Kellie has an undergraduate degree from Harvard University and both a Master’s Degree in Educational Media and an MBA in Entertainment and Media Management from Columbia University.
She is a member of JAMPACT: Jamaica Impact Inc. and serves on the Board of Directors of the Harlem Youth Soccer Association.
About the Artist : Michael Robinson
Michael Robinson is a Jamaican artist whose diverse body of work includes painting, sculpture and computer generated imagery.
“I am an imagesmith, not a sculptor or a painter or graphic designer,” says Mike. “I am in the business of creating images that transfer ideas to the minds of others. Whether I create that image with pieces of wire or pigments and brushes or computer software, my aim is to get the idea across in the most efficient way.”
Mike is currently a graphic designer at the Jamaican Business Development Centre and is a co-owner of a t-shirt company that specializes in urban Jamaican designs.
He has won several awards at the national level – including a silver medal – for writing as well as fine art.
Mike is a founding member of Atman, a group of young Jamaican artists known for their habit of exhibiting in non-traditional spaces to make art more accessible to the wider community. He has exhibited at the Grosvenor and Mutual Life Galleries in Kingston and at group shows in the Caribbean and Japan.
Mike lives in Kingston, Jamaica with his wife Tammy, a psychologist and their six month old daughter, India.
“As a recent initiate to fatherhood, I’ve been paying a lot of attention to children’s books,” says Mike. “When this project came along, I was very impressed with the story. The messages were positive and meaningful and the storyline was fresh and undeniably Jamaican.”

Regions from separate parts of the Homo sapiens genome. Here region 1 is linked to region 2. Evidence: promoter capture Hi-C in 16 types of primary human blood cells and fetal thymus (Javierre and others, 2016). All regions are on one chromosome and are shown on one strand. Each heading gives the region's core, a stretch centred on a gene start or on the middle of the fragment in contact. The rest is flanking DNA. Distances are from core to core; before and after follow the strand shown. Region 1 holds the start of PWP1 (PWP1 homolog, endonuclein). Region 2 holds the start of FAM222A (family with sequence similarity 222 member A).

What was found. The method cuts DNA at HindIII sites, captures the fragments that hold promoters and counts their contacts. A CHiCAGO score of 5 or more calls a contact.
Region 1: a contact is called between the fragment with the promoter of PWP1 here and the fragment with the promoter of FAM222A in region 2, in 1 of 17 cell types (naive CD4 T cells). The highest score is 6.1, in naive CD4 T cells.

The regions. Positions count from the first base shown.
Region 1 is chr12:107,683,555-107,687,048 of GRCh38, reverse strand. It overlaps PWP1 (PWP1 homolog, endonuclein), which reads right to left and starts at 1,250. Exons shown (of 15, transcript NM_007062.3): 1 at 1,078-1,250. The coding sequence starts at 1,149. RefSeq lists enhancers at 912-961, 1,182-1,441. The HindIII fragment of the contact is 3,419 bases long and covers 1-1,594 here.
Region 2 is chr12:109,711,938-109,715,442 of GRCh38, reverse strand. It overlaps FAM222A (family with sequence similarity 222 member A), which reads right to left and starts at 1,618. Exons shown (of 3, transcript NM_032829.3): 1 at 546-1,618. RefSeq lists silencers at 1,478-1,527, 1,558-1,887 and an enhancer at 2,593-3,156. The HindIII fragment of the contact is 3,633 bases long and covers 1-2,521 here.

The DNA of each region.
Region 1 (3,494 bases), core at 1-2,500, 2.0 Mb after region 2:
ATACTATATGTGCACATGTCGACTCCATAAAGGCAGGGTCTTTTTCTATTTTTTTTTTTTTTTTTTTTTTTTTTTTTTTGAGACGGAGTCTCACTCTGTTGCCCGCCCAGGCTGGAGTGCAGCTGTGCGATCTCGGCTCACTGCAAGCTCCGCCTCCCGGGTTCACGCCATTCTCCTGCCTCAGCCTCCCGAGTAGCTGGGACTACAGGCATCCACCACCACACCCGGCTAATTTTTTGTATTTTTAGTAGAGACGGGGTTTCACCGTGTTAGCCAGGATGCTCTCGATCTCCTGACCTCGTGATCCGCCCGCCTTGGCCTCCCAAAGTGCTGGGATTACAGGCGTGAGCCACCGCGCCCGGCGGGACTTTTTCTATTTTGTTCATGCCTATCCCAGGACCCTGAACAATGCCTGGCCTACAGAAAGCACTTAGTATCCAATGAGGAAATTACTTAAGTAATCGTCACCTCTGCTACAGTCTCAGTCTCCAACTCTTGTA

“Needless to say, I jumped at the chance to be a part of the project. As an illustrator, I was humming with ideas since the first time I read the draft. As a parent, I’m excited to be a part of a project that will make a valuable contribution to childhood education.”
Excerpt from ‘Little Lion Goes to School’: “Wake up, sleepy head”
Little Lion sat up in bed
His little locks fell round his head
He stretched out with a great big yawn
Outside it was barely dawn
A bit of blue in a black, black sky
“The sun’s not up
So why am I?”
Papa did not even smile
Little Lion thought a while
I need to make a rule that sticks
Little kids should sleep till six
Down the hill
They rode along
Papa and Little Lion
Past the church
Where Grandma prayed
The grassy field
Where his friends played
Pele and Bolt
And Brains and Cool
Every day right after school
Down the hill
And to the coast
Where the fishermen
Waited with their boats
Baldhead Benjy, Uncle Stan
Johnny Reds and Preacher Man
They talked and laughed
And drank some tea
The boats pulled out
They were at sea
The sky so blue
The sea so calm
The air so fresh
The sun so warm
Papa cast the net
And sang a song
” Come little fish
Come along, come along
Come to my net
Where you belong”
When I grow up
To be a man
Will I fish like you
And Uncle Stan?”
” Oh, Little Lion
You’ll be much more
Your new school will open the door
Tomorrow will be
A new beginning
With a good education
You can be anything”
Oh no. Oh no. This isn’t cool
Don’t make me go to that new school
Why can’t Papa change his mind?
I like my old school just fine
Looks like I need another rule
Kids should get to pick their school
Little Lion lay in his cot
If I’m lucky, Papa forgot
But there was the voice
At the foot of the bed
” Wake up, sleepy head”